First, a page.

While Guy makes good with the Castavets, Rosemary does her best to deal with her interminable "pregnancy pains"-relying on the 'au natural and Castavet aided treatments via the instructions of Rosemary's doctor, Dr. Abraham Sapirstein (Ralph Bellamy). Green herbal drinks, and mysterious charms are supposed to bring a good health and luck respectively, still, Rosemary seems to be withering away. She's losing weight, color, and character and her friends begin taking concern with her health.
Still, meddling has never been accepted by those whom feel the inquiries of meddling minds and when Hutch begins to investigate the material incessantly censored from Rosemary he suddenly winds up in a mysteriously incidental coma. In deed it seems as if many of Rosemary's fellow acquaintances have suddenly fallen either deathly ill or injured. Attending her dear late friend Hutch's funeral she comes in contact with a particularly interesting book that seems to hold the clue to the many mysteries surrounding her life. As 'Hutch' implies: the answer lies in the name- "the name is an anagram". In deed as Rosemary's life, and coincidentally her babies become in grave danger it seems as if the secret, and Rosemary's fate lies in unscrambling the mystery behind a certain name, a name that may be a bit too familiar for comfort…
"Rosemary's Baby" is the paradoxically ultimate non-horror horror film. The film is intensely horrifying on a psychological level without ever drifting into the unrealistic and the sensational, save for perhaps the potentially "unrealistic" aspect of the plot (that is, unless you believe in those sorts of things, and in deed some do). Some critics have marked it the "landmark film" for the horror genre and it certainly seems justified as the beginnings of one of America's biggest cinematic cult genres can be witnessed in flickers throughout the film. As one critic argues, "Rosemary's Baby" isn't the type of film "to scare the pants off you with a series of sensational jolts. This isn't the shallow, gimmicky kind of horror movie of [contemporary pop culture]… and it isn't the traditional old-fashioned horror film of an earlier era". In short this transitional film begs recognition for its innovative style and unique vision that arguably still stands superior to even its mega-budget successors: ""Rosemary's Baby" is a more sophisticated, less elegant thriller of the kind that Alfred Hitchcock patented, but it displays much more class and intelligence than the horror movies that would come out in its wake".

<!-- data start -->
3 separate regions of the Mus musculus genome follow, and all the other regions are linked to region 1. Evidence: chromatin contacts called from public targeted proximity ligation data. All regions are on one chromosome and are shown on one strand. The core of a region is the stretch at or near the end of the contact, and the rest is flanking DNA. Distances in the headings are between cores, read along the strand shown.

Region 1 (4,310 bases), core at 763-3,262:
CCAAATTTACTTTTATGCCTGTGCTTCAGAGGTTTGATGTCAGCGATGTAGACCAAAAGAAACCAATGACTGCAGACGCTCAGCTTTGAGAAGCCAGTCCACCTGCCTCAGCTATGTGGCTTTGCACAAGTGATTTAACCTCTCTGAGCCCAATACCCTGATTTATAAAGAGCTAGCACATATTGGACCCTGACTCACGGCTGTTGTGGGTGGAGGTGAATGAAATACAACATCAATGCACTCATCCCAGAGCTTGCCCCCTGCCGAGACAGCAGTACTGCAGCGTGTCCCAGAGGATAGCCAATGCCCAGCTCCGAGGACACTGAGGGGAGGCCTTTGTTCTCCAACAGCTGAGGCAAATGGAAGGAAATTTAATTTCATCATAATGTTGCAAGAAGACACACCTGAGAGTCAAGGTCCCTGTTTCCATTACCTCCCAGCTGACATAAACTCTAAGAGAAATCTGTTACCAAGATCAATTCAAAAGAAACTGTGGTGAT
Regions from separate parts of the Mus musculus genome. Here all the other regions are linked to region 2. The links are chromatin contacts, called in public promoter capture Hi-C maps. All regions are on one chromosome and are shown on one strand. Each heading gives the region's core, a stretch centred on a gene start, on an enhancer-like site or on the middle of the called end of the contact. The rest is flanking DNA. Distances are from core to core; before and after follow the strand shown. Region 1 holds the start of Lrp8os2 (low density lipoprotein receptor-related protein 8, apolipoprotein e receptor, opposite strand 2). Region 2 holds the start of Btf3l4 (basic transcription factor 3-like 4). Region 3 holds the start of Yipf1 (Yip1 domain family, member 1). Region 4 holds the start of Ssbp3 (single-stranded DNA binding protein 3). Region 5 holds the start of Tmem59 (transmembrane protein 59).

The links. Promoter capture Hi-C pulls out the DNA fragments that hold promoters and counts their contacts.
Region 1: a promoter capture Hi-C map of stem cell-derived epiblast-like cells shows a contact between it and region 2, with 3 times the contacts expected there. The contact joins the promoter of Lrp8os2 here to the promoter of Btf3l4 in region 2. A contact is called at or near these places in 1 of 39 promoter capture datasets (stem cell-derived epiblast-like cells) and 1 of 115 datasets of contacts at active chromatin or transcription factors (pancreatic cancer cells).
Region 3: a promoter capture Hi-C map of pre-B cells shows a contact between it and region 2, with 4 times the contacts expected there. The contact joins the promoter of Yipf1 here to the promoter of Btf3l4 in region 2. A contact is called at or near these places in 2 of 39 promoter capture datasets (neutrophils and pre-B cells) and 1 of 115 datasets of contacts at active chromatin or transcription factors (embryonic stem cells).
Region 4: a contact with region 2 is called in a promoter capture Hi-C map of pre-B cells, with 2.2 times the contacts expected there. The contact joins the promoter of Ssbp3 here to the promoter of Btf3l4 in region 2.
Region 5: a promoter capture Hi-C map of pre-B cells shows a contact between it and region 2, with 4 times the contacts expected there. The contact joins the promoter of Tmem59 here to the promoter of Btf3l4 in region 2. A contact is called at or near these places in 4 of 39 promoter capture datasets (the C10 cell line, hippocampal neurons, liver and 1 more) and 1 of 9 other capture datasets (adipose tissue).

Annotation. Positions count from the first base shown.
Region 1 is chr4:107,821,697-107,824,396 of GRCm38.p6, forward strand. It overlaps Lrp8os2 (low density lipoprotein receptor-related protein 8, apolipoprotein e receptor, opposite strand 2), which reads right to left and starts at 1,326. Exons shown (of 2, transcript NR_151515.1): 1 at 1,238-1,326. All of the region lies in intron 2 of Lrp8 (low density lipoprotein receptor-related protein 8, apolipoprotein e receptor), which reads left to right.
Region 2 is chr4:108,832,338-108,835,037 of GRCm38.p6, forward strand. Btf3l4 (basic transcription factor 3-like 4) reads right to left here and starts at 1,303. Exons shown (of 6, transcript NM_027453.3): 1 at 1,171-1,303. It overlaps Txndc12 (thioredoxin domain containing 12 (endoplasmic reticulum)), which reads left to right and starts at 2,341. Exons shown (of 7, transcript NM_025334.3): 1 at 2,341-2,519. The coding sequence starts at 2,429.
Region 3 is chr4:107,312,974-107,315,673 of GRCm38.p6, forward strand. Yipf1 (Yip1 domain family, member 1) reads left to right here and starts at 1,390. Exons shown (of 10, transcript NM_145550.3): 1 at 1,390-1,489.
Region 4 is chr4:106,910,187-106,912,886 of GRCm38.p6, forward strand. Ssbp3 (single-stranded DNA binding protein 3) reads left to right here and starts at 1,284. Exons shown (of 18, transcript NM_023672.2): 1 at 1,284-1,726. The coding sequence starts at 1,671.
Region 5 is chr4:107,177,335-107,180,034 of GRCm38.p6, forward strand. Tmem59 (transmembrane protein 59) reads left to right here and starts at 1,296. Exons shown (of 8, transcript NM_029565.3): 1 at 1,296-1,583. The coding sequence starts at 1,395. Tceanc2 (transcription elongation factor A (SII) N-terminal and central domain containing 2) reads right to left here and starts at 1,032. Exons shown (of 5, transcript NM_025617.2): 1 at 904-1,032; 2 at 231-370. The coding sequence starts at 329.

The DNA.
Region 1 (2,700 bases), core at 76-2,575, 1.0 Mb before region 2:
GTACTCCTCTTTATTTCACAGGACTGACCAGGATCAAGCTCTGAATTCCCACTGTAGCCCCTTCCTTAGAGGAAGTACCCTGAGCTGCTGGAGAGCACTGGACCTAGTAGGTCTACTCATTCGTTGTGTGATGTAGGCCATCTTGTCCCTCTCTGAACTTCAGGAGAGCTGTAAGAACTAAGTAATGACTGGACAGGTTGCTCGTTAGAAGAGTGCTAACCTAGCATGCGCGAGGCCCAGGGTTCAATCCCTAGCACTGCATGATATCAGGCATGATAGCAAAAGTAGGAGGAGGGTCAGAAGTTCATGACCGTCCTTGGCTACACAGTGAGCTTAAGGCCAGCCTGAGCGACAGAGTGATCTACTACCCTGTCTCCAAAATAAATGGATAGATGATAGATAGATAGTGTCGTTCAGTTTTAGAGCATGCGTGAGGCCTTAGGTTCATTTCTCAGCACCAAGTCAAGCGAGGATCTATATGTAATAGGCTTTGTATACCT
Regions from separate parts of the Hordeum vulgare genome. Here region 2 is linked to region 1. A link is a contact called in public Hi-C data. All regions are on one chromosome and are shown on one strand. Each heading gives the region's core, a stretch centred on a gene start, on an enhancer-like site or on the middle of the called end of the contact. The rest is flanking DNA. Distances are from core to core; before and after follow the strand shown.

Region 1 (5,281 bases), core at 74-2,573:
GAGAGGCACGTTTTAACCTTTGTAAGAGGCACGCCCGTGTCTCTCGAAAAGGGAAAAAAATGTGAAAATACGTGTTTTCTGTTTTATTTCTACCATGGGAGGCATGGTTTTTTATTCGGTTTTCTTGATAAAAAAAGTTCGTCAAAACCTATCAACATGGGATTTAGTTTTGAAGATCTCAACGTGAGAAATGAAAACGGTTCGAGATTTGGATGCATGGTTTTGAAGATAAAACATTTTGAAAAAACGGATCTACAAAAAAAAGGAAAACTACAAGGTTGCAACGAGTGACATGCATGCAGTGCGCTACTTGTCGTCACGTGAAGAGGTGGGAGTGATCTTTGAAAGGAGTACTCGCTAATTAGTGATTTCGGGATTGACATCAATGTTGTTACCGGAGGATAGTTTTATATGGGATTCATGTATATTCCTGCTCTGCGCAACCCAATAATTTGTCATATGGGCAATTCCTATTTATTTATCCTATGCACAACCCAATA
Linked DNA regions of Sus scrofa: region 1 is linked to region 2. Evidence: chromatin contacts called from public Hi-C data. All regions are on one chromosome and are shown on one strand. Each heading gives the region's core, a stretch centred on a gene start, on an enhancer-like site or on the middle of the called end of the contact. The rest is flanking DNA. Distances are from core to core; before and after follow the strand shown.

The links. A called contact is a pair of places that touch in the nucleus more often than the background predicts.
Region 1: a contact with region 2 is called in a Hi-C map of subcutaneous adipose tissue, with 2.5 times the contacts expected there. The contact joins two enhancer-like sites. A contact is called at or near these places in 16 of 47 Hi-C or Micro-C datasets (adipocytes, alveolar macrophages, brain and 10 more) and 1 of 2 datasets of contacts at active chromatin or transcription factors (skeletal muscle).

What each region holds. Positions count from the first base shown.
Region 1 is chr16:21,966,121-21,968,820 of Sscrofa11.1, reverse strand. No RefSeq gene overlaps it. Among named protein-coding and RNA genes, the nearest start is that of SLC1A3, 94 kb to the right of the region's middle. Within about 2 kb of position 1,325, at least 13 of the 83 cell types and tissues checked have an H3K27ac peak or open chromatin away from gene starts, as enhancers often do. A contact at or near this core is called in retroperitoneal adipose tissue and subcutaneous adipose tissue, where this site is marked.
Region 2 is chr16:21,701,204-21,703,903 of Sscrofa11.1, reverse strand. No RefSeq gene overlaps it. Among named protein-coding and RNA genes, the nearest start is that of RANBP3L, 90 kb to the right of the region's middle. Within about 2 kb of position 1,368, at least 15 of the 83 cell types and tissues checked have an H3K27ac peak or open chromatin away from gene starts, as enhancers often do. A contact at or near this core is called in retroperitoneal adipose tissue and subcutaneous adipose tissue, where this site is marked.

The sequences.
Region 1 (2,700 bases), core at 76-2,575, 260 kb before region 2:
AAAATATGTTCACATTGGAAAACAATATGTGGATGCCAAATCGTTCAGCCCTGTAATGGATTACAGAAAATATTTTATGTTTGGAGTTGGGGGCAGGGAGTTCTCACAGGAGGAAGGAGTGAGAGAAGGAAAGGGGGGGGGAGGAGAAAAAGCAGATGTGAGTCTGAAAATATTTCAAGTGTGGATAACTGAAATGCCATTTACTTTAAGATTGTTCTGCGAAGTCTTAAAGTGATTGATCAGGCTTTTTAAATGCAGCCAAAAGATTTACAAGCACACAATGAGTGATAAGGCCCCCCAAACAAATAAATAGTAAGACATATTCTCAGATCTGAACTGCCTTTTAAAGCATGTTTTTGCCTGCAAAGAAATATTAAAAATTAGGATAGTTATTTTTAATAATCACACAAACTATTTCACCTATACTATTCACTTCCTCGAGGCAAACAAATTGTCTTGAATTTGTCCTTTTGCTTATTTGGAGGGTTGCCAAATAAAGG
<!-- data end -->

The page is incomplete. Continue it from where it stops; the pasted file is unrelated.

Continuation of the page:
What's also important to recognize is the echoes and/or beginnings of major horror conventions; plotline and effect alike, which emerge in "Rosemary's Baby" effortlessly, and successfully. In deed "Rosemary's Baby" is a precedent for uber horror hallmarks like "The Exorcist" and "The Omen" where the nuance has been replaced by latent horror. Still, "Rosemary's Baby" more naturalistic and as such, realistic depiction of the world that is and that could be still works just as, if not more successfully than some of the more contemporary methods of horror film; with "Rosemary's Baby" all crassness and vulgarity are spared for pure psychological terror.